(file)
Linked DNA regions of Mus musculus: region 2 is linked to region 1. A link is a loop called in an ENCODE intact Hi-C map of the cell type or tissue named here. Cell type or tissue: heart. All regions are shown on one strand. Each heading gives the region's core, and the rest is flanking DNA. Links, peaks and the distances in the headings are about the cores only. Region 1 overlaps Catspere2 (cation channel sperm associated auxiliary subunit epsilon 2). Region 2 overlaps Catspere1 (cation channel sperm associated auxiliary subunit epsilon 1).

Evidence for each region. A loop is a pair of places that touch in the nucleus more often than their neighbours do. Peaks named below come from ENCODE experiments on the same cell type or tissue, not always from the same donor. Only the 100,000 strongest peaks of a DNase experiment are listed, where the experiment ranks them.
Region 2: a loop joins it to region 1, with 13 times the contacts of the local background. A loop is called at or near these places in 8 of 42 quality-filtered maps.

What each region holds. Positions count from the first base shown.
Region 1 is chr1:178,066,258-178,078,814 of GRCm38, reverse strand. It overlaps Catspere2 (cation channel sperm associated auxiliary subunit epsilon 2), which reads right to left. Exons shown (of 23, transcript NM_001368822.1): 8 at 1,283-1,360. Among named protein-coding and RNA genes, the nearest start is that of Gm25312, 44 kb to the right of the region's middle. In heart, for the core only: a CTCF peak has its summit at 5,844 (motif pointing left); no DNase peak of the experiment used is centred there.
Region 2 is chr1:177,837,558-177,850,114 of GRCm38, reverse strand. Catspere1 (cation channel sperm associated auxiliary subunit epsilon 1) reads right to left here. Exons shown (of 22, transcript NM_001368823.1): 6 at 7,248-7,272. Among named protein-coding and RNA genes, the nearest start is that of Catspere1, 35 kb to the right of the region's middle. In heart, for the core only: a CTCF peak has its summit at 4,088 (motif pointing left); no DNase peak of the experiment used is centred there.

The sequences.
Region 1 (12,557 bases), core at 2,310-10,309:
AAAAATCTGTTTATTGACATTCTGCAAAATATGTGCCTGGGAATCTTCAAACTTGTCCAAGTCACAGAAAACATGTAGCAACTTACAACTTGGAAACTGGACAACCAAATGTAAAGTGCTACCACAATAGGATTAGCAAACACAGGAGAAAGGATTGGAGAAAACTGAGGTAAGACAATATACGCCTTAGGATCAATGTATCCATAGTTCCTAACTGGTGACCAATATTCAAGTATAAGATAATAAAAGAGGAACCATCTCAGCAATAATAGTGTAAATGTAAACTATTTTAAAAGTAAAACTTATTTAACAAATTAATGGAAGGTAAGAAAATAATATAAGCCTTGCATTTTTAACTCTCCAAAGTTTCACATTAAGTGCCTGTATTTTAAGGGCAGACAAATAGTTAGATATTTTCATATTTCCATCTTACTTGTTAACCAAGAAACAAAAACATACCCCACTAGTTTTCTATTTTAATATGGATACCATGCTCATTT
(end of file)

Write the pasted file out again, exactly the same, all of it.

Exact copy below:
Linked DNA regions of Mus musculus: region 2 is linked to region 1. A link is a loop called in an ENCODE intact Hi-C map of the cell type or tissue named here. Cell type or tissue: heart. All regions are shown on one strand. Each heading gives the region's core, and the rest is flanking DNA. Links, peaks and the distances in the headings are about the cores only. Region 1 overlaps Catspere2 (cation channel sperm associated auxiliary subunit epsilon 2). Region 2 overlaps Catspere1 (cation channel sperm associated auxiliary subunit epsilon 1).

Evidence for each region. A loop is a pair of places that touch in the nucleus more often than their neighbours do. Peaks named below come from ENCODE experiments on the same cell type or tissue, not always from the same donor. Only the 100,000 strongest peaks of a DNase experiment are listed, where the experiment ranks them.
Region 2: a loop joins it to region 1, with 13 times the contacts of the local background. A loop is called at or near these places in 8 of 42 quality-filtered maps.

What each region holds. Positions count from the first base shown.
Region 1 is chr1:178,066,258-178,078,814 of GRCm38, reverse strand. It overlaps Catspere2 (cation channel sperm associated auxiliary subunit epsilon 2), which reads right to left. Exons shown (of 23, transcript NM_001368822.1): 8 at 1,283-1,360. Among named protein-coding and RNA genes, the nearest start is that of Gm25312, 44 kb to the right of the region's middle. In heart, for the core only: a CTCF peak has its summit at 5,844 (motif pointing left); no DNase peak of the experiment used is centred there.
Region 2 is chr1:177,837,558-177,850,114 of GRCm38, reverse strand. Catspere1 (cation channel sperm associated auxiliary subunit epsilon 1) reads right to left here. Exons shown (of 22, transcript NM_001368823.1): 6 at 7,248-7,272. Among named protein-coding and RNA genes, the nearest start is that of Catspere1, 35 kb to the right of the region's middle. In heart, for the core only: a CTCF peak has its summit at 4,088 (motif pointing left); no DNase peak of the experiment used is centred there.

The sequences.
Region 1 (12,557 bases), core at 2,310-10,309:
AAAAATCTGTTTATTGACATTCTGCAAAATATGTGCCTGGGAATCTTCAAACTTGTCCAAGTCACAGAAAACATGTAGCAACTTACAACTTGGAAACTGGACAACCAAATGTAAAGTGCTACCACAATAGGATTAGCAAACACAGGAGAAAGGATTGGAGAAAACTGAGGTAAGACAATATACGCCTTAGGATCAATGTATCCATAGTTCCTAACTGGTGACCAATATTCAAGTATAAGATAATAAAAGAGGAACCATCTCAGCAATAATAGTGTAAATGTAAACTATTTTAAAAGTAAAACTTATTTAACAAATTAATGGAAGGTAAGAAAATAATATAAGCCTTGCATTTTTAACTCTCCAAAGTTTCACATTAAGTGCCTGTATTTTAAGGGCAGACAAATAGTTAGATATTTTCATATTTCCATCTTACTTGTTAACCAAGAAACAAAAACATACCCCACTAGTTTTCTATTTTAATATGGATACCATGCTCATTT